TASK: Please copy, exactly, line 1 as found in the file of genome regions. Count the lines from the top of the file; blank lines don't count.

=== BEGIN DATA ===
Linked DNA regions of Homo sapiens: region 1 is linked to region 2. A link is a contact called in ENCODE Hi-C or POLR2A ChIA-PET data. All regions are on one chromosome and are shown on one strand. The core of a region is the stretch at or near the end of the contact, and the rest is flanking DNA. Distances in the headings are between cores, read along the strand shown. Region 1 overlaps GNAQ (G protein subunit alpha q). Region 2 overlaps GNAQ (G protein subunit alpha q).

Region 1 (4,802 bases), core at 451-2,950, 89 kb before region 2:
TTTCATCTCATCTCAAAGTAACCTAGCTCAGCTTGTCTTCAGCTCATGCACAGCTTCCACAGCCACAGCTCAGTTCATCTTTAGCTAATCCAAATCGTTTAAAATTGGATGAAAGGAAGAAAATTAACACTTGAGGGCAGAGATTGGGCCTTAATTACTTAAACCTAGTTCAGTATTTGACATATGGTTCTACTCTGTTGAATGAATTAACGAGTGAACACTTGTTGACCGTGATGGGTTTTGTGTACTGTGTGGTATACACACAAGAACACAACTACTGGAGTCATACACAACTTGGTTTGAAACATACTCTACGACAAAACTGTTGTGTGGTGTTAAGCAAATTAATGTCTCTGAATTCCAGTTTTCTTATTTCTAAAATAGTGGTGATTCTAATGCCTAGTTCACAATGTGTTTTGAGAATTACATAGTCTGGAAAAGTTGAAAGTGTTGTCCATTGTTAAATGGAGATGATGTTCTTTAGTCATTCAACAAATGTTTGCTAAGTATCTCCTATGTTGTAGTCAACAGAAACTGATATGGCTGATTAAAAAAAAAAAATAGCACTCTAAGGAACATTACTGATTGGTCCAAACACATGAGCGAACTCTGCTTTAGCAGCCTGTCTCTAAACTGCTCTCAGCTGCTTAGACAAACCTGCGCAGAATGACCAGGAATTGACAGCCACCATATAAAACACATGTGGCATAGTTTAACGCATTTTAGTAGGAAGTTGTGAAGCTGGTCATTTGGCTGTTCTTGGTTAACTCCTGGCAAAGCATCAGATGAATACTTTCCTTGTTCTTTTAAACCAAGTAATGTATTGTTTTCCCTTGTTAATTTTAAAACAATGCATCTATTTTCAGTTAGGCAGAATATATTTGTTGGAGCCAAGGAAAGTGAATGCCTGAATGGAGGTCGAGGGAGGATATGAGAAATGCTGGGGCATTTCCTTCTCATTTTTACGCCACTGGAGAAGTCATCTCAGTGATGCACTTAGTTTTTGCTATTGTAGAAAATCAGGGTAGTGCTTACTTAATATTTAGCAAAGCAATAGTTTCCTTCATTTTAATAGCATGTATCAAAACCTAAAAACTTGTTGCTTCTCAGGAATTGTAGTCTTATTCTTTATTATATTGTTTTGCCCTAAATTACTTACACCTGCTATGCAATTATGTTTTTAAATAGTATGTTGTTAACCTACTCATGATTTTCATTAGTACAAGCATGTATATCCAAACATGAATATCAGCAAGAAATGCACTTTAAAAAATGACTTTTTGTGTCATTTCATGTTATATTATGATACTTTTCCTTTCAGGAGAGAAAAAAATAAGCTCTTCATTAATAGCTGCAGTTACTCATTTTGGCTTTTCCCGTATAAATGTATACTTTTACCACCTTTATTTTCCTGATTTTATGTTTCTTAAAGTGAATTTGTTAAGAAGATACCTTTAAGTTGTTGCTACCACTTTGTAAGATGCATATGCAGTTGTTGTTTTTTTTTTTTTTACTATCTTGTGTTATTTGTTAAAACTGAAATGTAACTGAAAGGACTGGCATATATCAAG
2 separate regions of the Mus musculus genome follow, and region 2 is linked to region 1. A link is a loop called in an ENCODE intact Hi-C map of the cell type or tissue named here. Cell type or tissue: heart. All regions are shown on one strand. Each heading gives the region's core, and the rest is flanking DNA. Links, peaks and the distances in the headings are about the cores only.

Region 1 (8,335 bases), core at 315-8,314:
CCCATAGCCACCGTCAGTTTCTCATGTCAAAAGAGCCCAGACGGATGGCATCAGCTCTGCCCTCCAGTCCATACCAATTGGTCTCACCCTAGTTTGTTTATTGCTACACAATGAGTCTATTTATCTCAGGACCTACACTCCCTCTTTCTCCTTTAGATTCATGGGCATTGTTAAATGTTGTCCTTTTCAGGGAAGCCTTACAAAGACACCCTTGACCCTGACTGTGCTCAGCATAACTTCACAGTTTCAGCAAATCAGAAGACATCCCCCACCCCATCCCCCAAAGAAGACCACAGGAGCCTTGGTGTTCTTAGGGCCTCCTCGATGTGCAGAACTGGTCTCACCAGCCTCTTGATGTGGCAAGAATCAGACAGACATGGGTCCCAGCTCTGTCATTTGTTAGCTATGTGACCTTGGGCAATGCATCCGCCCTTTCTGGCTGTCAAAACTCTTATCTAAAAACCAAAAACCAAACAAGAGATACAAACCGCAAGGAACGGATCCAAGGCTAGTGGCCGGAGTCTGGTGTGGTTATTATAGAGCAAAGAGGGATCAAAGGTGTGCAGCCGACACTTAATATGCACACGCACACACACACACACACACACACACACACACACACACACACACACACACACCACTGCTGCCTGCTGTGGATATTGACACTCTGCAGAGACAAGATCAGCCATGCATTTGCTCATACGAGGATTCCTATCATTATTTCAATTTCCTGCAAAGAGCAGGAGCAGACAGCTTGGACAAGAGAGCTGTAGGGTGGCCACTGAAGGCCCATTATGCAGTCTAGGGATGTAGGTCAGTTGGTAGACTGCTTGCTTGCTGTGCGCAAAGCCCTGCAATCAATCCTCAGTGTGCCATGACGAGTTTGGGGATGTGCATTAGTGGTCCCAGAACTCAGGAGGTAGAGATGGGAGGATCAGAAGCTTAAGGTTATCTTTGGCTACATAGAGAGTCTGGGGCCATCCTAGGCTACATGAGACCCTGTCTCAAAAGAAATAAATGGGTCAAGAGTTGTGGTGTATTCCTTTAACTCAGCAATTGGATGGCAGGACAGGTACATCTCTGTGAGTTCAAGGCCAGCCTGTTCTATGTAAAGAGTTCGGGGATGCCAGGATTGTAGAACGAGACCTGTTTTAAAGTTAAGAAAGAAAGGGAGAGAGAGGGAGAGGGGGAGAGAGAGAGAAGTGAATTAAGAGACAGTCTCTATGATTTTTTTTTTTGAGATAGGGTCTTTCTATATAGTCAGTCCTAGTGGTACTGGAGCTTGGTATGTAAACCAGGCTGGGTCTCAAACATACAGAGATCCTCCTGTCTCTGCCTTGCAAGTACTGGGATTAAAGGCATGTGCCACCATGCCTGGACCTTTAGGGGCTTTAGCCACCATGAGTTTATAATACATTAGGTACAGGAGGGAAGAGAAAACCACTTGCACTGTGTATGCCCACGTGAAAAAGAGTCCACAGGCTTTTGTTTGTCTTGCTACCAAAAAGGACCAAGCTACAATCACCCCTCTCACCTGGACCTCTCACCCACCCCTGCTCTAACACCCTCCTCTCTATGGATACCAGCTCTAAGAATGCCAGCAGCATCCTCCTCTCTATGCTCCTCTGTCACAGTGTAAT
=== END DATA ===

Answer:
Linked DNA regions of Homo sapiens: region 1 is linked to region 2. A link is a contact called in ENCODE Hi-C or POLR2A ChIA-PET data. All regions are on one chromosome and are shown on one strand. The core of a region is the stretch at or near the end of the contact, and the rest is flanking DNA. Distances in the headings are between cores, read along the strand shown. Region 1 overlaps GNAQ (G protein subunit alpha q). Region 2 overlaps GNAQ (G protein subunit alpha q).